“Don’t cheat, don’t lie, don’t steal.”
A convenient phrase to (over)simplify an ethics program.
I often tell the employees I serve that if anyone asks them to do something that feels like cheating, lying or stealing, it’s a red flag and they should pause. Whatever they have been asked to do is likely to compromise our values of trust and integrity.
We would like to think that the obvious does not need to be stated. But what seems obvious on a blog post or in a classroom setting is not so obvious when we add the emotional and financial pressures of the workplace.
In my late teens, I worked as a helper on delivery trucks for a large corporation. It was a union job and our contract allowed us to be reimbursed for lunch. Each morning, the truck drivers/salesmen would agree on where to meet for lunch. On my first day on the job, the waitress gave everyone at the table a receipt and I completed mine. One of the drivers, a 30-year veteran, saw that I had written $5.50 on my receipt, took it, and asked the waitress to give me a new receipt. He told me “We get paid $8 for lunch. Write $8 on your receipt.” Everyone else at the table chuckled, and I complied.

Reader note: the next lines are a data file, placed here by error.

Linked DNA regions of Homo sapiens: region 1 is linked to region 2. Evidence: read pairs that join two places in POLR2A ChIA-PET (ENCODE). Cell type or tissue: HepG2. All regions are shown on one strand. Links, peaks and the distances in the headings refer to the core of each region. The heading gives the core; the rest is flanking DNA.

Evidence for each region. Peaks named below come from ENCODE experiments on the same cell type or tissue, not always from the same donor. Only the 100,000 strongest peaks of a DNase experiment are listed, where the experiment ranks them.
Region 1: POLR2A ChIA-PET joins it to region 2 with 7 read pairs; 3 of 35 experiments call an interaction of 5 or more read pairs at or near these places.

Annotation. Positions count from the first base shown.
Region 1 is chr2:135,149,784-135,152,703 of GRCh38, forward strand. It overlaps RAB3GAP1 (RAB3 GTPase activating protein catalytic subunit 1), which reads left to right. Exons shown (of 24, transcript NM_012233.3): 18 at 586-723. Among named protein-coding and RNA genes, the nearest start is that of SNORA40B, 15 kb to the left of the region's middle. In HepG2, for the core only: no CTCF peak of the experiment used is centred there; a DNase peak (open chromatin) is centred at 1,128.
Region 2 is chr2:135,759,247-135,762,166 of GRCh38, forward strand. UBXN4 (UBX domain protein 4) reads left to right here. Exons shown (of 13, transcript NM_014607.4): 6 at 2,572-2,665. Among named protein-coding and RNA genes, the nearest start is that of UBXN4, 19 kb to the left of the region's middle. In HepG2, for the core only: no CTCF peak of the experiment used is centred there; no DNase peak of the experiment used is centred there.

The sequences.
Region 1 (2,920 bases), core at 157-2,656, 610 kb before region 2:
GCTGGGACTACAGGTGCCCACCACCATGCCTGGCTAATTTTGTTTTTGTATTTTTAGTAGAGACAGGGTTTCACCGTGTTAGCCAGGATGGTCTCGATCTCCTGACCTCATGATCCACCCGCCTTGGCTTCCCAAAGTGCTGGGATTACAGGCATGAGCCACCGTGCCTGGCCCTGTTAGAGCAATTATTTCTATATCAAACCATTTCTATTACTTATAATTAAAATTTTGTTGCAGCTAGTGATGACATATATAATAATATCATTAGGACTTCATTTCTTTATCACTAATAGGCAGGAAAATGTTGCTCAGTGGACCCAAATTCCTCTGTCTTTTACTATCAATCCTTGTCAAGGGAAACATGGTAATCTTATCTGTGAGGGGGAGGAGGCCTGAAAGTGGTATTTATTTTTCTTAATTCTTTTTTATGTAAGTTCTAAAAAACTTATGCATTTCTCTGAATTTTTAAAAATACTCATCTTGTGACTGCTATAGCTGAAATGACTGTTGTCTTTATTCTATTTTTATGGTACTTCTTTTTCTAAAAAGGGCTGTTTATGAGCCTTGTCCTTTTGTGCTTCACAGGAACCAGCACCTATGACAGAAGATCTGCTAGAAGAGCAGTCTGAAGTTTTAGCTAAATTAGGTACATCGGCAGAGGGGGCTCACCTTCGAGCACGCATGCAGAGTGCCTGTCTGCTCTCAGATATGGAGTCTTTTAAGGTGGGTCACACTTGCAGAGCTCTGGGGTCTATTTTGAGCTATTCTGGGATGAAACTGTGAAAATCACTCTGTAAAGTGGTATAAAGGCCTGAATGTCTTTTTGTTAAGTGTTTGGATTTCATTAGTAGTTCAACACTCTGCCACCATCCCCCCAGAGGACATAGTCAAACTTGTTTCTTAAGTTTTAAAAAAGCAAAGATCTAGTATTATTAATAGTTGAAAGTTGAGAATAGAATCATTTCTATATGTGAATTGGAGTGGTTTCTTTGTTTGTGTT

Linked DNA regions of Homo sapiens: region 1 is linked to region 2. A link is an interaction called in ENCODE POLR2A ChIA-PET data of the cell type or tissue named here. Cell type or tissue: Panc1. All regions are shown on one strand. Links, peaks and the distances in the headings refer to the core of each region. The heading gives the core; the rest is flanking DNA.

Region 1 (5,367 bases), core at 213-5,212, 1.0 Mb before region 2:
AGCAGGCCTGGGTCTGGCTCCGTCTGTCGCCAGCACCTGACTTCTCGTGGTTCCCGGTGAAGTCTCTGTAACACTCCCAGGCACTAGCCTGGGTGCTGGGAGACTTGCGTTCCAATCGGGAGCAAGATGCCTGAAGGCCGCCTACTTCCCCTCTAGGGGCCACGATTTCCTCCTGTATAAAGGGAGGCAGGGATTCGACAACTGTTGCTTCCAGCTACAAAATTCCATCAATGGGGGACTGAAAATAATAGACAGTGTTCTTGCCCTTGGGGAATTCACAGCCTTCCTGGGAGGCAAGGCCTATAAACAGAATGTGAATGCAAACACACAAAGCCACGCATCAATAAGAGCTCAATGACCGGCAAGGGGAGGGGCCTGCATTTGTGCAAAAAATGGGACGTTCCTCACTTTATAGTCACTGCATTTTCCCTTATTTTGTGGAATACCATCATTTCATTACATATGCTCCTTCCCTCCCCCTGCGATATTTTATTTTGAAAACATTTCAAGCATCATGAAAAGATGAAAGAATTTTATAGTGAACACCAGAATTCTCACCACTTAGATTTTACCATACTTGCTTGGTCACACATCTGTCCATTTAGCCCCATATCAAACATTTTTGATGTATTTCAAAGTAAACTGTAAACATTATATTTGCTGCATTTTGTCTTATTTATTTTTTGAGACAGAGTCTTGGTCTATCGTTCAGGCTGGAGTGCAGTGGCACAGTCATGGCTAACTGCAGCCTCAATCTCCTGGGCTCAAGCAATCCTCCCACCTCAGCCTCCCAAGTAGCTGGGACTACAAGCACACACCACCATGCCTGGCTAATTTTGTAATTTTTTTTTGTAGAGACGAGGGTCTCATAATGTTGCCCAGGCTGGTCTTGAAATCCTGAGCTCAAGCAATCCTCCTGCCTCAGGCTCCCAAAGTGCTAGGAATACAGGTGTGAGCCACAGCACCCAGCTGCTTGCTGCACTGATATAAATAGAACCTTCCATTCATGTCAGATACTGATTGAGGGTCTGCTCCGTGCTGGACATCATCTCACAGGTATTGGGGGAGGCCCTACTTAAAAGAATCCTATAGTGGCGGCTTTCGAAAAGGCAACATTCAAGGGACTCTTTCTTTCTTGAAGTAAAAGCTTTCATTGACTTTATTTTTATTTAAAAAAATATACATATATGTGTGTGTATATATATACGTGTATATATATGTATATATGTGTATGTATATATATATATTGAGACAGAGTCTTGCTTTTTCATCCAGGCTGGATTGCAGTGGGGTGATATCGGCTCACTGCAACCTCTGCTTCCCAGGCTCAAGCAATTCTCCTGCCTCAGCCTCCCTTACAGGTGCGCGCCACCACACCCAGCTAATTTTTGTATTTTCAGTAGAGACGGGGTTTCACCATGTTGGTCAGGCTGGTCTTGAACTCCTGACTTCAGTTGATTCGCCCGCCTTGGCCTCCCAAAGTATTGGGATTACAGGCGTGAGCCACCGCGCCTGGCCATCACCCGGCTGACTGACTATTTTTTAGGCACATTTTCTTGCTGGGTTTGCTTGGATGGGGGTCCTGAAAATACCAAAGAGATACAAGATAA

Of course, we didn’t get paid $8 for lunch. We got reimbursed up to $8. I was young. I wanted to fit in. I needed the job. And so I didn’t pay attention to that feeling that I was cheating, lying and stealing. Because of the pressures at play, within seconds I rationalized my behavior and thought “Well, the union negotiated for $8, so it must be OK.”
Perhaps things would have been different if the company had an ethics program, if it had a confidential hotline, if it communicated its values and the importance of accurate books and records, or being a good steward of the shareholders’ money.
It’s hard to tell, 30 years later. The world has changed.
But I do remember the pressures that I felt at that moment. And those pressures haven’t changed much today.